Egypt after Morsi: In Search for Political Legitimacy

Morsi’s first (and only) year as a president was unsatisfactory on a number of levels. He refrained from taking any substantial decision in economic policy; his management of some international crises such as the one caused by Ethiopia’s “Renaissance” dam was at best shambolic; and he lost many opportunities to involve government actors that, although defeated at the ballot box, played important roles in the 25th January revolution. Yet, bad government cannot justify the adoption of extra-legal measures for removing an elected official. Morsi’s ousting will not result in Egypt plunging into a phase of civil war, as some have suggested, but casts serious doubts on the democratic credentials of his critics and now requires them to tread a thin line to set the transition back on track and avoid the sirens of authoritarianism.

The Procedures and Content of Egypt’s Young Democracy

Morsi’s removal from power spurred a number of debates among political analysts, academics and activists. One of the first issues to be discussed was whether or not Morsi’s ousting amounted to a “coup d’etat”. This debate is unlikely to settle soon, not least because of its substantive legal implications, but, as Ozan Varol argued, “under most definitions” what happened in Egypt was indeed a coup.

Yet, as a political scientist, I find it somehow more interesting to engage with another, closely related debate focusing on whether Morsi’s removal represents a step forward or a step back in the context of Egypt’s transition.

Those who argue for the former put forward two main sets of arguments. First, they highlight the un-democratic nature of Morsi’s rule. Secondly, they claim that, either through the Tamarrod petition or by attending en masse popular demonstrations, the Egyptian people effectively withdrew the confidence that they had given to Morsi by electing him as president.

The suggestion that Morsi’s rule was somehow un-democratic rests, in turn, on two main claims. Some commentators contested the validity of the rounds of elections in 2011 and 2012, for instance arguing that “religious manipulation and capitalizing on poverty were the main tools the Muslim Brotherhood used in all elections”. Others pointed at the fact that the “legitimacy of the ballot box” is in itself not sufficient for a regime to call itself democratic if the elected authorities behave undemocratically, sometimes evoking parallels with the history of the Nazi regime in Germany.

The first argument is not particularly convincing. The 2012 presidential elections have been described by international think tanks like Freedom House (that has not spared criticism on Morsi’s rule in other regards) as “imperfect” but also as “generally consistent with international standards”, and behavior based on “capitalizing on poverty” – as unfortunate as it is – could be attributed to a variety of political actors and not just to the Muslim Brotherhood. Especially in a country that had just entered a phase of political transition, there can be little doubt that Morsi’s election was procedurally legitimate. Also, at net of the eventual dismissal of the lower house of parliament by court order [1] and of any consideration on the “substantive” content of Egypt’s democracy (that I am discussing below), Egypt could have been described as an “electoral democracy”, or as a regime that “manages to hold (more or less) inclusive, clean and competitive elections but fails to uphold the political and civil freedoms essential for liberal democracy.”[2] In the context of a democratic transition, electoral democracies are normally seen as a step towards the attainment of full “consolidated” democracies, in which democracy is “the only game in town”[3] and whose trademark is the preparedness of the leadership democratically elected in the first free and fair elections to relinquish power peacefully to another elected leadership. This also implies that it is untimely to establish that a regime is “undemocratic” from a procedural perspective before at least the (natural) end of the first term in office of the first elected president or of the first legislature.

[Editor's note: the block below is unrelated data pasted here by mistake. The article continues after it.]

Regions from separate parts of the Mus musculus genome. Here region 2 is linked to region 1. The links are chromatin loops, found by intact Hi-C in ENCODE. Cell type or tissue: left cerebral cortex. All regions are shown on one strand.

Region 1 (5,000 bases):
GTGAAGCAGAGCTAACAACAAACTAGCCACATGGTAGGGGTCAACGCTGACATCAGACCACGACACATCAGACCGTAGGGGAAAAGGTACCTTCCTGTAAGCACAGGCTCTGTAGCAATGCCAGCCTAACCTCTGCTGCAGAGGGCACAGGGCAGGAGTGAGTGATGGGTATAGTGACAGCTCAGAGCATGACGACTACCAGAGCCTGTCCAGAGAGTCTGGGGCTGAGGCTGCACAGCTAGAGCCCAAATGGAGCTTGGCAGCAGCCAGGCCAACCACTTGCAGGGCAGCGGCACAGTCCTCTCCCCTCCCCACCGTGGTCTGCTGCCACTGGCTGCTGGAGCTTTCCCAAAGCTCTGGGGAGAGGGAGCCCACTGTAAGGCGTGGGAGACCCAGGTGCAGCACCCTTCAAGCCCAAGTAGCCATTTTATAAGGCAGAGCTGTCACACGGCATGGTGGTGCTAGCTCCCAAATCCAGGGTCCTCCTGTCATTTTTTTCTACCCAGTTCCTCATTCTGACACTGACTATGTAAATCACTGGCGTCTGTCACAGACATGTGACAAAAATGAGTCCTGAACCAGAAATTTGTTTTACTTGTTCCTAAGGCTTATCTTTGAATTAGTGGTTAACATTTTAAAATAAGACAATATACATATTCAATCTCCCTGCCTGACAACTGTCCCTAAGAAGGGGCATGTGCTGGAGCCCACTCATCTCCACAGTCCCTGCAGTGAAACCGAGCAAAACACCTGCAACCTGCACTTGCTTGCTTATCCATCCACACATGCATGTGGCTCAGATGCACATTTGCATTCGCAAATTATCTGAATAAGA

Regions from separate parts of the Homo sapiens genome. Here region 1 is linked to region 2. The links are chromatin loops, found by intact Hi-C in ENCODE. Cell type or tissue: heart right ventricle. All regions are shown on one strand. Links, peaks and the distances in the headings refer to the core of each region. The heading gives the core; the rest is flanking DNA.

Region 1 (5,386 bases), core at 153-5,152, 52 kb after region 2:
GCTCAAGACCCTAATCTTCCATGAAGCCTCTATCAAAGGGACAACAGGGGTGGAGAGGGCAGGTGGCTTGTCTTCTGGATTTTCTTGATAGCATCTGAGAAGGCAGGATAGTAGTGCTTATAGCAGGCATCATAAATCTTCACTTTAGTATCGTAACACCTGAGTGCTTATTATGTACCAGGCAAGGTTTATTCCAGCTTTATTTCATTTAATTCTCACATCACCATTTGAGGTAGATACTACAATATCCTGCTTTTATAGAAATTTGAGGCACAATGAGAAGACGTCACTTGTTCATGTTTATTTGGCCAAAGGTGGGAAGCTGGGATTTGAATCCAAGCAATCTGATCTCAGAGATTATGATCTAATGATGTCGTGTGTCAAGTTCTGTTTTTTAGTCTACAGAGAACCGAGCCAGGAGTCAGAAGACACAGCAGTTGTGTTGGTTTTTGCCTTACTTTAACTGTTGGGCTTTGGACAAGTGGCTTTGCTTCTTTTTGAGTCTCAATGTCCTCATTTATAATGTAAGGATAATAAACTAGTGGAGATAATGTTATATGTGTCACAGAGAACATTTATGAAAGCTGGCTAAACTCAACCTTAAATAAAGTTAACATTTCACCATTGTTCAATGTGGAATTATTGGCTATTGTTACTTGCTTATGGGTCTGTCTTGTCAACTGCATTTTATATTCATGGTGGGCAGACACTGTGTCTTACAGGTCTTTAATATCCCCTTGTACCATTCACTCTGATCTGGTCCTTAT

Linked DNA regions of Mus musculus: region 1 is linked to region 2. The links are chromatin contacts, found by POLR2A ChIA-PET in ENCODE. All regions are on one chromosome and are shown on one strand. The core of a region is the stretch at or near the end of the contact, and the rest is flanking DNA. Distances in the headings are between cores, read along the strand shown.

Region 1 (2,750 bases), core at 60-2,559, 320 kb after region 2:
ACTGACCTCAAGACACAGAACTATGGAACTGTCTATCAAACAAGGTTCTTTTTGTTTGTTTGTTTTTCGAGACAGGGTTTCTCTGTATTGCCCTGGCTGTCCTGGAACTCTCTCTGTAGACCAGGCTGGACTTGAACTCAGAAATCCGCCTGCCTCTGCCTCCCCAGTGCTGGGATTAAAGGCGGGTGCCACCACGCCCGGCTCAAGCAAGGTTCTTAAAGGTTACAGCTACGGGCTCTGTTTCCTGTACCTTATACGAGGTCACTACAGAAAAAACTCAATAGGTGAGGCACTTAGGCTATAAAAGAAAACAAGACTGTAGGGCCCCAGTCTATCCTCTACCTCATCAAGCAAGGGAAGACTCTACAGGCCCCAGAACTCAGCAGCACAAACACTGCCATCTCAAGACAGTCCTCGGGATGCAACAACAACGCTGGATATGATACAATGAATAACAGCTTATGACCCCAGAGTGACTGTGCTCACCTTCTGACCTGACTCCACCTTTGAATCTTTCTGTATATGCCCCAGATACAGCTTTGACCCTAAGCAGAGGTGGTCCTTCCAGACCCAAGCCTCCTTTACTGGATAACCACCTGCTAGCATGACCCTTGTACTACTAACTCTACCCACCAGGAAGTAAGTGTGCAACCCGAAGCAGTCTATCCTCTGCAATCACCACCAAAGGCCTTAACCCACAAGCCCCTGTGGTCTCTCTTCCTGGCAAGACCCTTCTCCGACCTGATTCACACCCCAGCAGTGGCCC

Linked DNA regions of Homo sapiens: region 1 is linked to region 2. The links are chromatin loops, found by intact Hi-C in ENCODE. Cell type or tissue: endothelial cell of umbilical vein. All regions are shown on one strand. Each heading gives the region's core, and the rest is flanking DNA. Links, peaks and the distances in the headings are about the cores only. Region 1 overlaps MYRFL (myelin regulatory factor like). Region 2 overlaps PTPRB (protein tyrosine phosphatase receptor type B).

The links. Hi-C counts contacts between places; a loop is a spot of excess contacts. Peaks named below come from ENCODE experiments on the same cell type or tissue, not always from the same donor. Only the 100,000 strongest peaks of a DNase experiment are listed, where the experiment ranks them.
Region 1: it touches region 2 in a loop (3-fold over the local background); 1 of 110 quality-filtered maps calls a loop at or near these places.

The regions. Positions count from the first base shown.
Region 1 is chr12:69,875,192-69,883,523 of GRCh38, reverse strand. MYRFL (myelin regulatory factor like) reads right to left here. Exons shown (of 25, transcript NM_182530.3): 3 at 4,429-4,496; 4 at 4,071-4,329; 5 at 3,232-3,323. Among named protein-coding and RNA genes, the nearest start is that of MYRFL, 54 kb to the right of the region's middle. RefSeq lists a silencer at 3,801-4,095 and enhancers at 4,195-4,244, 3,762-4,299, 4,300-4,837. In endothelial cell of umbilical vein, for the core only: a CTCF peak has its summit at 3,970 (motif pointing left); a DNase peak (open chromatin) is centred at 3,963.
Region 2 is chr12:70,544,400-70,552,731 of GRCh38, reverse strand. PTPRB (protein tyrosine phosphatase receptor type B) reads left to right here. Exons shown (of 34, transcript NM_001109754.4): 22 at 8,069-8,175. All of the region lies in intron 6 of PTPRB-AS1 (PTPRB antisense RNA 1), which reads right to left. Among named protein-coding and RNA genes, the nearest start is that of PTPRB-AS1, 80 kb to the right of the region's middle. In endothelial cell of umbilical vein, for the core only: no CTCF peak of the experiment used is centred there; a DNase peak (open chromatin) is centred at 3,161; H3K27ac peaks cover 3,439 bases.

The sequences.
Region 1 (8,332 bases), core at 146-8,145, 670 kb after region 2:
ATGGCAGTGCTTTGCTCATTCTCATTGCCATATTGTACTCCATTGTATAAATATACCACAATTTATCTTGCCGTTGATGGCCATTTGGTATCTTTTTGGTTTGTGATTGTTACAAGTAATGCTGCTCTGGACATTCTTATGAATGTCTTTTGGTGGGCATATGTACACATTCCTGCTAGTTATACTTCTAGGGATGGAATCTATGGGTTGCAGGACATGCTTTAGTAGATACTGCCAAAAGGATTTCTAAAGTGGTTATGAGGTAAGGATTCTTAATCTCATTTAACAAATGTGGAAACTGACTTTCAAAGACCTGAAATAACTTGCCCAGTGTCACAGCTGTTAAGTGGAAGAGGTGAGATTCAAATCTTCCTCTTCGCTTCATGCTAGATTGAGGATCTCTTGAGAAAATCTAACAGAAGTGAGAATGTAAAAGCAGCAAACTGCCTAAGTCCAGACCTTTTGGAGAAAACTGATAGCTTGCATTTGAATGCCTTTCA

The second argument is more difficult to assess. Surely procedural legitimacy alone is not sufficient for a regime to be considered as a consolidated or substantive democracy, and to believe otherwise implies falling into what Schmitter and Karl referred to as “electoralism” – or “the faith that merely holding elections will channel political action into peaceful contests among elites and accord public legitimacy to the winners.”[4] Yet Morsi’s contribution to building a consolidated democracy in Egypt cannot be dismissed outright (all the more after one single year of mandate) and arguing that in Egypt “tangible democratic change does not exist yet” appears as too simplistic, especially if we use as a baseline Mubarak’s regime. For instance, the 2012 constitution raised substantial concerns on areas such as freedom of expression and the rights of women and minorities, but as a whole its support for individual and collective rights was described as “mixed” by Human Rights Watch, which had been very critical of earlier drafts of that document. Furthermore, the 2012 constitution engineered a semi-presidential system that forced the president to share executive powers with a prime minister required to obtain confidence from parliament, whereas MPs did not have any substantive power over prime ministers under Mubarak’s rule. Morsi’s second decree also limited the role of the (unelected) Supreme Council of the Armed Forces vis-à-vis the (elected) presidency – again, hardly an anti-democratic measure. The third and most controversial decree, issued on 22 November 2012 and that “hugely expanded [Morsi’s] powers”, most likely averted the annulment of presidential elections which, as discussed above, are generally seen as “consistent with international standards” and its most problematic section, that put the president beyond the bounds of judicial supervision, was annulled in early December. On these grounds, any parallel with Hitler’s Germany appears to be completely out of proportion and it seems more appropriate to describe the record of Morsi’s regime in developing substantive and procedural democracy in Egypt at least as a mixed bag rather than as a complete failure.